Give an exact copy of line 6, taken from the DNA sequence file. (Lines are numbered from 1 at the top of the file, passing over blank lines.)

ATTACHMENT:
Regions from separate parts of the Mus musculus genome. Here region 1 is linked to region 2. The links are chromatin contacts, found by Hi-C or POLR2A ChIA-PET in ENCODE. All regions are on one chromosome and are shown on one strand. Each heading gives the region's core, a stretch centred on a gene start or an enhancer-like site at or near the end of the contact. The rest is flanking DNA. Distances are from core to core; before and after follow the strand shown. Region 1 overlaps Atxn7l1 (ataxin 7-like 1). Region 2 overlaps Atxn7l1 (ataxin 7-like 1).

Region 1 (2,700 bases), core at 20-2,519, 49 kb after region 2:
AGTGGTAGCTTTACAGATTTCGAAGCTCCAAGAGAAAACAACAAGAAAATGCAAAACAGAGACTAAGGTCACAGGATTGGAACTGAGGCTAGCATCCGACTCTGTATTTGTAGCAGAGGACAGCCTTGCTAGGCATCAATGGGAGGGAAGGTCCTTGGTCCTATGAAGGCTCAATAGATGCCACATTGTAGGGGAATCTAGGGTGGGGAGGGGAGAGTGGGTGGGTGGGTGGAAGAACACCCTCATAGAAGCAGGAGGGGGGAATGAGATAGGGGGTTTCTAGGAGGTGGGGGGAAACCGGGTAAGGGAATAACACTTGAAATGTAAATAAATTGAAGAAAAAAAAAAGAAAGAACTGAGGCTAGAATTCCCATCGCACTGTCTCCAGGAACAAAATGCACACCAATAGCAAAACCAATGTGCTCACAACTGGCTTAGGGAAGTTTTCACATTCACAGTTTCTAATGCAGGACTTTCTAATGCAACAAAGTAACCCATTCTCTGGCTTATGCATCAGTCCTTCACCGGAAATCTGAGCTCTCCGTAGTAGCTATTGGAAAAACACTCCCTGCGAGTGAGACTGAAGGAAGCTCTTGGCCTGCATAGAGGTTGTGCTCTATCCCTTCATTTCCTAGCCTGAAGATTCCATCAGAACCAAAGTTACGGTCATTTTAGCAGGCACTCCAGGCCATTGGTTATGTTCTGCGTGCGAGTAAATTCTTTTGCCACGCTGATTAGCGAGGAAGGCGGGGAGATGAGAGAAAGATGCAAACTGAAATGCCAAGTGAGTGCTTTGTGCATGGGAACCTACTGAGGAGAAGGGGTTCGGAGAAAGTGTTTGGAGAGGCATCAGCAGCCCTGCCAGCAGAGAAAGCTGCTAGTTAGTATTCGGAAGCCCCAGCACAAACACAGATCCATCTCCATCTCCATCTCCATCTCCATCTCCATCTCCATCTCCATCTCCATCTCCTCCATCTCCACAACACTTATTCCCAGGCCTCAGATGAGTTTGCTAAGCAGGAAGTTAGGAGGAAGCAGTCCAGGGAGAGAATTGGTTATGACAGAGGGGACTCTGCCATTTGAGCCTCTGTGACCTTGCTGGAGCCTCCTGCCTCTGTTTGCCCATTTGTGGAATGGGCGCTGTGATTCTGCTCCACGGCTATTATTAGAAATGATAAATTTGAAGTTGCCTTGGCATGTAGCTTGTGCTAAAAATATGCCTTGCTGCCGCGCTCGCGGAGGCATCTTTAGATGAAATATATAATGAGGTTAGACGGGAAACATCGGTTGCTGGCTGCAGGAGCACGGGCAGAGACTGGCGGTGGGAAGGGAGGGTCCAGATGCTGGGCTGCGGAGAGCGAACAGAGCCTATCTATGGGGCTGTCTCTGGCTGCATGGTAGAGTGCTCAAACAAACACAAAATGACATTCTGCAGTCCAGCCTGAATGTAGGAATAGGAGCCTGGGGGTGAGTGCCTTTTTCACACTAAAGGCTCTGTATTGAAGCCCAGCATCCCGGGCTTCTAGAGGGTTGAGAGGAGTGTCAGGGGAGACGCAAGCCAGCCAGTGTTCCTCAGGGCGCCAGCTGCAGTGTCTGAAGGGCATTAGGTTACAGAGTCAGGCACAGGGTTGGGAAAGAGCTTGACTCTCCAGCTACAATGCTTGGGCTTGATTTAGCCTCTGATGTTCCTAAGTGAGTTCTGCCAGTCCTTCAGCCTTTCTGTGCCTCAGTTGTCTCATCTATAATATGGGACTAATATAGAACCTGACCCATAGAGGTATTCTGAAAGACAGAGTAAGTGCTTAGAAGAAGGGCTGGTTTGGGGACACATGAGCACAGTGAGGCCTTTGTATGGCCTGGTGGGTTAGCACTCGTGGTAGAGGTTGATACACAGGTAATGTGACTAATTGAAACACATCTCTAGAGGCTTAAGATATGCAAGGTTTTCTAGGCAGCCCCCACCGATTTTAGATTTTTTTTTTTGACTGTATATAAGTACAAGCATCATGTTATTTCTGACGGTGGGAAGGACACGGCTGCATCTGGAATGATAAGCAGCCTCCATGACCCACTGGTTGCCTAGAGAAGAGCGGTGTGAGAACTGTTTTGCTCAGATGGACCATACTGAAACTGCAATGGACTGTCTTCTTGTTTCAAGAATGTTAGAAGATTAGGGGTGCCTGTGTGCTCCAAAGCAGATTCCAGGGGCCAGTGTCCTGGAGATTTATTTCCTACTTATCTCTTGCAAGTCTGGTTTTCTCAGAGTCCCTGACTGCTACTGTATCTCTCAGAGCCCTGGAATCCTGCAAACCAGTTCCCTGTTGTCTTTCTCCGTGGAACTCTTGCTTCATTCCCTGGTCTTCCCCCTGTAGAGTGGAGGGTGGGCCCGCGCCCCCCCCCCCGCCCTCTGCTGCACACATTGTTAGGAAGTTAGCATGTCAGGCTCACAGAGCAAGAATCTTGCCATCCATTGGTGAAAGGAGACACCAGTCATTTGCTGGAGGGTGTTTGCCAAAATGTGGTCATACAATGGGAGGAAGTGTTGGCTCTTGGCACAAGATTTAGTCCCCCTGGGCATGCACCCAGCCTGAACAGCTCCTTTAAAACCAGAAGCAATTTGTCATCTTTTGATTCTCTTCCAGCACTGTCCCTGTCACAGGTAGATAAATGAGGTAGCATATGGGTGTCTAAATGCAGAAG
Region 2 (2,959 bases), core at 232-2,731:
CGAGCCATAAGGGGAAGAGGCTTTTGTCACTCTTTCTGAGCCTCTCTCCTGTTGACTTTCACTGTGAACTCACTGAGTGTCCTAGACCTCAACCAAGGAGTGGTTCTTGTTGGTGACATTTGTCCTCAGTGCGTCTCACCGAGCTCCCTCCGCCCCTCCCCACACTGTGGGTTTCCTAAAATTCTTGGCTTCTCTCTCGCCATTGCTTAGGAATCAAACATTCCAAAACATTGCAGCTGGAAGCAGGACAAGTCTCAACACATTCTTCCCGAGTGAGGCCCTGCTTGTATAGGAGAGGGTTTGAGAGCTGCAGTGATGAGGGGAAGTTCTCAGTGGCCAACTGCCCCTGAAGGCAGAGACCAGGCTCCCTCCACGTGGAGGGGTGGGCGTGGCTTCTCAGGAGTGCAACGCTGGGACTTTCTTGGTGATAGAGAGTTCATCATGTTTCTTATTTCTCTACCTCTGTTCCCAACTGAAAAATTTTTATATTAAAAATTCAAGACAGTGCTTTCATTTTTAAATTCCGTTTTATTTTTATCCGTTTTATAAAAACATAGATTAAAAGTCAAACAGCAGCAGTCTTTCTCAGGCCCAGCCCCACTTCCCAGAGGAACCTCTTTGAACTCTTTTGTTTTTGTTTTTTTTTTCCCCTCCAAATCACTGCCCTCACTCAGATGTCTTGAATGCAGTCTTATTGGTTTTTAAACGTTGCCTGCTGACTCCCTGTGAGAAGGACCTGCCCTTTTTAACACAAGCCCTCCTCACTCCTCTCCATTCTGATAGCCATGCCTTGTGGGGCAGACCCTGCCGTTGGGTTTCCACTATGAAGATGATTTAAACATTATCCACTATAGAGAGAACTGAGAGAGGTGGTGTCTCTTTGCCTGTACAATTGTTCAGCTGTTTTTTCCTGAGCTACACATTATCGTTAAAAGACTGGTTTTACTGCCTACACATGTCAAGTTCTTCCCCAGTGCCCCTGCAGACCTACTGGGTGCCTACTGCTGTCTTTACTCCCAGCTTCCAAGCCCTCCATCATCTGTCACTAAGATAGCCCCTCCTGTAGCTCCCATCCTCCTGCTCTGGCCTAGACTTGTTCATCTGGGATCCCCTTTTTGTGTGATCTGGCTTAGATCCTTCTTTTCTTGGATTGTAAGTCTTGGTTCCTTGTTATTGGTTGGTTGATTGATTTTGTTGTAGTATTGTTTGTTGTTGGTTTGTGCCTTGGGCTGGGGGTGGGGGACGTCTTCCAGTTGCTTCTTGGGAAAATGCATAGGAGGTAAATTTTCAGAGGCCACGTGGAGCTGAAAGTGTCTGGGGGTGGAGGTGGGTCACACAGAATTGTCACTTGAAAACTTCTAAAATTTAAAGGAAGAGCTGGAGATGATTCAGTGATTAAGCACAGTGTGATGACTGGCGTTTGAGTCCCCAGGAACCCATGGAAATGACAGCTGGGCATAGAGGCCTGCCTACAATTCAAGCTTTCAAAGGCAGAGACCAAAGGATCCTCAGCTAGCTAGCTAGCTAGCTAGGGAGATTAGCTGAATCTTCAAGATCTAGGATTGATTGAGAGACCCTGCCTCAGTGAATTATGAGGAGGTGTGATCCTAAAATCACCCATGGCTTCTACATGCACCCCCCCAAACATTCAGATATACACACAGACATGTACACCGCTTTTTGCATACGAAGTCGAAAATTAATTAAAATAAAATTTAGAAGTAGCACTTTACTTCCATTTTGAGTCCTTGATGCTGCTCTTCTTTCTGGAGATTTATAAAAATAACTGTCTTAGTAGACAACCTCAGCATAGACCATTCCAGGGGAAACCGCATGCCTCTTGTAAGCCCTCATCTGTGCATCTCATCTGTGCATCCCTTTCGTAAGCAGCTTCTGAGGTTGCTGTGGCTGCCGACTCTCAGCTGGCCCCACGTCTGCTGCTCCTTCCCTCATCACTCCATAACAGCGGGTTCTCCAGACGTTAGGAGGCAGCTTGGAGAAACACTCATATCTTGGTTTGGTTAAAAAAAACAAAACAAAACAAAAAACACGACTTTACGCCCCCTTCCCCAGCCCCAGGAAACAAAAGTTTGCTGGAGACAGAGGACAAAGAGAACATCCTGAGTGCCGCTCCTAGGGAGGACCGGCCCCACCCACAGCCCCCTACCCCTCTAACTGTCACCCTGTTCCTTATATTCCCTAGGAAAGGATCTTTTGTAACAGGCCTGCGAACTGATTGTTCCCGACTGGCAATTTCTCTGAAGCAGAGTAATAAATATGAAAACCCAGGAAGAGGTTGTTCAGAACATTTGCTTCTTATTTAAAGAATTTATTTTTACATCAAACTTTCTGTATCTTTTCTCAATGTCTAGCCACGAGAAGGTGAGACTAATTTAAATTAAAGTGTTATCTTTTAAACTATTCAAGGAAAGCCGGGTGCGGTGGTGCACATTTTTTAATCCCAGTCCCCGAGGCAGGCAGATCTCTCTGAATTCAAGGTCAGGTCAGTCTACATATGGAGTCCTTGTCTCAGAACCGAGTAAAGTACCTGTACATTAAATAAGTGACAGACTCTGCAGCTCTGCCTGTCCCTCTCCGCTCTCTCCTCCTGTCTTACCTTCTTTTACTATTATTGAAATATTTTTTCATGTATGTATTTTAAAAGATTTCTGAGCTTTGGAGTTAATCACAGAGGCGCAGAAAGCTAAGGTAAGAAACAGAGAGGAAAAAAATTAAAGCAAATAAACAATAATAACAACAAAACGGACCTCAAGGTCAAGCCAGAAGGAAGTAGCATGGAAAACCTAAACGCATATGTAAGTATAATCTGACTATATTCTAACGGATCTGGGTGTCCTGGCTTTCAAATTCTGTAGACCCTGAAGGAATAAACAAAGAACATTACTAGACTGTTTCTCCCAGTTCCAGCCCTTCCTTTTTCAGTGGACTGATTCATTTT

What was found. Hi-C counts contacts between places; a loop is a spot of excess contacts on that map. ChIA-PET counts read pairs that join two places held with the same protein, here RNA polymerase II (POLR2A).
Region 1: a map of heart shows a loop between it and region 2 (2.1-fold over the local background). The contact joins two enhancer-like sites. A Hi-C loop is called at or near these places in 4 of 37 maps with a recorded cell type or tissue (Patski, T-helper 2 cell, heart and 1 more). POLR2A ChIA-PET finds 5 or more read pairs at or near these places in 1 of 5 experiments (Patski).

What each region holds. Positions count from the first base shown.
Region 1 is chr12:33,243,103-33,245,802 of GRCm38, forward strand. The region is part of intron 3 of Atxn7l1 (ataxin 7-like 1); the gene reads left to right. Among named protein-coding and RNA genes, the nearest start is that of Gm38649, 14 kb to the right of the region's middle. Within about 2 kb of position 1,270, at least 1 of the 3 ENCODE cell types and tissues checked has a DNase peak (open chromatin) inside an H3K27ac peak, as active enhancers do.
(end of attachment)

What was found. Hi-C counts contacts between places; a loop is a spot of excess contacts on that map. ChIA-PET counts read pairs that join two places held with the same protein, here RNA polymerase II (POLR2A).